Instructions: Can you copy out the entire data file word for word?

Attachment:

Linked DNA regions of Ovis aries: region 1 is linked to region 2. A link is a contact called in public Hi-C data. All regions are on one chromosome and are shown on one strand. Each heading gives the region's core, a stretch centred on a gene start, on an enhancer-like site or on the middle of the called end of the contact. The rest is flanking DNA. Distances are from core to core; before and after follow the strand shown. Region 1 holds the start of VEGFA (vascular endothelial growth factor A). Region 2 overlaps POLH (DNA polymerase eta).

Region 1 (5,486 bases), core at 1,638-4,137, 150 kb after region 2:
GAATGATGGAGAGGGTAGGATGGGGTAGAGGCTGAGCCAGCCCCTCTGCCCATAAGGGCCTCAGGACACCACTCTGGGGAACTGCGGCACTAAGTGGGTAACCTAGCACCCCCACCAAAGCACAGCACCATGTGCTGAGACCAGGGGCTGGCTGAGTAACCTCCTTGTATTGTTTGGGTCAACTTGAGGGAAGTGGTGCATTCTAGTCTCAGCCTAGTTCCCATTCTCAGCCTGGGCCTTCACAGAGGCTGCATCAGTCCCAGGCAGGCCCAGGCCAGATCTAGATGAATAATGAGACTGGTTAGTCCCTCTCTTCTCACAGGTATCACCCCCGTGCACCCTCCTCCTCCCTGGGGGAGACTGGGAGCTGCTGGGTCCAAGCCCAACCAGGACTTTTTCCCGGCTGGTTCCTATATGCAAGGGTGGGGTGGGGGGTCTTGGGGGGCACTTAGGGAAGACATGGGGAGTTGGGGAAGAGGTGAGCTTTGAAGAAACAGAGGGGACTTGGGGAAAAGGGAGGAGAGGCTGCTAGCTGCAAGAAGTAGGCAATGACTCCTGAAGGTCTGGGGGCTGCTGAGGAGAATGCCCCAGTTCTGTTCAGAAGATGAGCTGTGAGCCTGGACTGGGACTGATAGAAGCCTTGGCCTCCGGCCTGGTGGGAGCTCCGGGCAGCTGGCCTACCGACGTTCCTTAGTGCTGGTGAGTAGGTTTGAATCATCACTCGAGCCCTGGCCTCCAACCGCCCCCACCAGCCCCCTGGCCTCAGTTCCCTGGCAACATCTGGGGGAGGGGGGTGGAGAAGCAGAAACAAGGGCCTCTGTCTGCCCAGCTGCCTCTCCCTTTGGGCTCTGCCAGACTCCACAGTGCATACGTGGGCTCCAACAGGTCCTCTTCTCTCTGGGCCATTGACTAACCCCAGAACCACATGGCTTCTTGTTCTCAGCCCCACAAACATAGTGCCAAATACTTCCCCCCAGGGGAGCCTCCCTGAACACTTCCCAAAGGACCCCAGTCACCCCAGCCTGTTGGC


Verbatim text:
Linked DNA regions of Ovis aries: region 1 is linked to region 2. A link is a contact called in public Hi-C data. All regions are on one chromosome and are shown on one strand. Each heading gives the region's core, a stretch centred on a gene start, on an enhancer-like site or on the middle of the called end of the contact. The rest is flanking DNA. Distances are from core to core; before and after follow the strand shown. Region 1 holds the start of VEGFA (vascular endothelial growth factor A). Region 2 overlaps POLH (DNA polymerase eta).

Region 1 (5,486 bases), core at 1,638-4,137, 150 kb after region 2:
GAATGATGGAGAGGGTAGGATGGGGTAGAGGCTGAGCCAGCCCCTCTGCCCATAAGGGCCTCAGGACACCACTCTGGGGAACTGCGGCACTAAGTGGGTAACCTAGCACCCCCACCAAAGCACAGCACCATGTGCTGAGACCAGGGGCTGGCTGAGTAACCTCCTTGTATTGTTTGGGTCAACTTGAGGGAAGTGGTGCATTCTAGTCTCAGCCTAGTTCCCATTCTCAGCCTGGGCCTTCACAGAGGCTGCATCAGTCCCAGGCAGGCCCAGGCCAGATCTAGATGAATAATGAGACTGGTTAGTCCCTCTCTTCTCACAGGTATCACCCCCGTGCACCCTCCTCCTCCCTGGGGGAGACTGGGAGCTGCTGGGTCCAAGCCCAACCAGGACTTTTTCCCGGCTGGTTCCTATATGCAAGGGTGGGGTGGGGGGTCTTGGGGGGCACTTAGGGAAGACATGGGGAGTTGGGGAAGAGGTGAGCTTTGAAGAAACAGAGGGGACTTGGGGAAAAGGGAGGAGAGGCTGCTAGCTGCAAGAAGTAGGCAATGACTCCTGAAGGTCTGGGGGCTGCTGAGGAGAATGCCCCAGTTCTGTTCAGAAGATGAGCTGTGAGCCTGGACTGGGACTGATAGAAGCCTTGGCCTCCGGCCTGGTGGGAGCTCCGGGCAGCTGGCCTACCGACGTTCCTTAGTGCTGGTGAGTAGGTTTGAATCATCACTCGAGCCCTGGCCTCCAACCGCCCCCACCAGCCCCCTGGCCTCAGTTCCCTGGCAACATCTGGGGGAGGGGGGTGGAGAAGCAGAAACAAGGGCCTCTGTCTGCCCAGCTGCCTCTCCCTTTGGGCTCTGCCAGACTCCACAGTGCATACGTGGGCTCCAACAGGTCCTCTTCTCTCTGGGCCATTGACTAACCCCAGAACCACATGGCTTCTTGTTCTCAGCCCCACAAACATAGTGCCAAATACTTCCCCCCAGGGGAGCCTCCCTGAACACTTCCCAAAGGACCCCAGTCACCCCAGCCTGTTGGC